- The research literature from cognitive science shows that knowledge does much more than just help students hone their thinking skills.
- The benefits of knowledge are exceptional:
- makes learning easier.
- brings more knowledge and improves the quality and speed of thinking.
- helps individuals hone thinking skills.
- makes the knowledge-rich richer and smarter; and
- is cumulative and grows exponentially.
- How knowledge brings more knowledge. The more you know, the easier it will be for you to learn new things. Learning new things is actually a seamless process, but in order to study it and understand it better, cognitive scientists have approached it as a three-stage process. And they've found that knowledge helps at every stage: as you first take in new information (either via listening or reading), as you think about this information, and as the material is stored in memory.
- How knowledge helps you take in new information. An obvious way in which knowledge aids the acquisition of more knowledge lies in the greater power it affords in making correct inferences.
- How knowledge helps you think about new information. Comprehending a text so as to take in new information is just the first stage of learning that new information; the second is to think about it. This happens in what cognitive scientists call working memory, the staging ground for thought. Working memory is often referred to metaphorically as a space to emphasize its limited nature; one can maintain only a limited amount of information in working memory.
- How knowledge improves thinking. Knowledge enhances thinking in two ways. First, it helps you solve problems by freeing up space in your working memory. Second, it helps you circumvent thinking by acting as a ready supply of things you've already thought about.
- How knowledge helps you solve problems. If you don't have sufficient background knowledge, simply understanding the problem can consume most of your working memory, leaving no space for you to consider solutions.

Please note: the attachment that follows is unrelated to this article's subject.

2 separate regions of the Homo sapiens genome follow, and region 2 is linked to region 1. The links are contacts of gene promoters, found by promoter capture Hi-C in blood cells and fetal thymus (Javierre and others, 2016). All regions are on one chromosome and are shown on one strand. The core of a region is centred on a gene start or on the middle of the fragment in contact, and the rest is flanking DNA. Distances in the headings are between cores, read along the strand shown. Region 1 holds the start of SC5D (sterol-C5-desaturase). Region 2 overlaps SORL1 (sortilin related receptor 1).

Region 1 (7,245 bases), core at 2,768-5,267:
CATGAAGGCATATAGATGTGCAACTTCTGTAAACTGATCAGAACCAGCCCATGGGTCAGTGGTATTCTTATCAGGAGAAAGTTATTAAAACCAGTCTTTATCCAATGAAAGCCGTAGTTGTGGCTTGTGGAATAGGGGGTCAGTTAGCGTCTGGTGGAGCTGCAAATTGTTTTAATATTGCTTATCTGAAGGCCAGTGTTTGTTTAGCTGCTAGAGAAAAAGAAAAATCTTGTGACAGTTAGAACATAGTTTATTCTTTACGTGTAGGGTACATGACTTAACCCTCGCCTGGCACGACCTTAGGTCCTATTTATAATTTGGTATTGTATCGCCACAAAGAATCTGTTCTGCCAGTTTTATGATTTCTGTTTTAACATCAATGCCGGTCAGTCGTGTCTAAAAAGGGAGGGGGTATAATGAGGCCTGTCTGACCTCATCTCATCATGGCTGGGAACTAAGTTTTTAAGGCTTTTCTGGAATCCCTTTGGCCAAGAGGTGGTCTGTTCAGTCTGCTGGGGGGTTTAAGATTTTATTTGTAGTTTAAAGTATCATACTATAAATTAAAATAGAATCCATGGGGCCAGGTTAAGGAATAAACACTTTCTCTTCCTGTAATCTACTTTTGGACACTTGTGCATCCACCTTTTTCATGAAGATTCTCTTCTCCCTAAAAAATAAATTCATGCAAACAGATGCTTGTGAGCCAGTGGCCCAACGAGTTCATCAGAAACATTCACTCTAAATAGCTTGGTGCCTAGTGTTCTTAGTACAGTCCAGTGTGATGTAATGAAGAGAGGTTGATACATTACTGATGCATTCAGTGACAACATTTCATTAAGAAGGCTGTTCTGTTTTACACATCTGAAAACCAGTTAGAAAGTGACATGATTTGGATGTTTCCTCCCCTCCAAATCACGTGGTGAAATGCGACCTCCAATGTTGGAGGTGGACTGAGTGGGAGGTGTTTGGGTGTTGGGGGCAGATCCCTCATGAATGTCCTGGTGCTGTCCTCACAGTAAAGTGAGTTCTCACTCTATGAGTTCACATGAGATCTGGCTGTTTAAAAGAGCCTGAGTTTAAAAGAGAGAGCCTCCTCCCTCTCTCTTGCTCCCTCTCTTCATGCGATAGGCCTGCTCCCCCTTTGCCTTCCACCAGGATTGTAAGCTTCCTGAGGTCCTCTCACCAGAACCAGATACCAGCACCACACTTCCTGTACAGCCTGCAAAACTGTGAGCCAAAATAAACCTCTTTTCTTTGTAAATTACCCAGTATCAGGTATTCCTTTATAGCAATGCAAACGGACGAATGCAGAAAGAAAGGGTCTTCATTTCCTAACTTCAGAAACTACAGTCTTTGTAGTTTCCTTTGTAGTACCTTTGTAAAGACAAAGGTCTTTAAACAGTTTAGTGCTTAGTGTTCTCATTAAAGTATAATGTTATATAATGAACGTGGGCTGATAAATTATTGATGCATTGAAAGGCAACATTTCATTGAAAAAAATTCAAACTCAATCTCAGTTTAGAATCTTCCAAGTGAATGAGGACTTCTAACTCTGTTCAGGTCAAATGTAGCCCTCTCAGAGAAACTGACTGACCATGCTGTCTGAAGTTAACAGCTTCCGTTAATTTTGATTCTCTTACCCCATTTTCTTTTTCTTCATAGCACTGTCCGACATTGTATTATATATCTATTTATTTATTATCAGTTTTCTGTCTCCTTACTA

- How knowledge helps you circumvent thinking. It's not just facts that reside in memory; solutions to problems, complex ideas you've teased apart, and conclusions you've drawn are also part of your store of knowledge. A considerable body of research shows that people get better at drawing analogies as they gain experience in a domain.
Category 1: A new, better world for everyone
[genioux fact extracted from Reading Rockets]
Authors of the genioux fact
ABOUT THE AUTHORS
Daniel Willingham earned his B.A. from Duke University in 1983 and his Ph.D. in Cognitive Psychology from Harvard University in 1990. He is currently Professor of Psychology at the University of Virginia, where he has taught since 1992. Until about 2000, his research focused solely on the brain basis of learning and memory. Today, all of his research concerns the application of cognitive psychology to K-16 education.
He writes the “Ask the Cognitive Scientist” column for American Educator magazine, and is the author of Why Don't Students Like School?, When Can You Trust the Experts?, Raising Kids Who Read, and The Reading Mind. His writing on education has appeared in seventeen languages.
In 2017 he was appointed by President Obama to serve as a Member of the National Board for Education Sciences.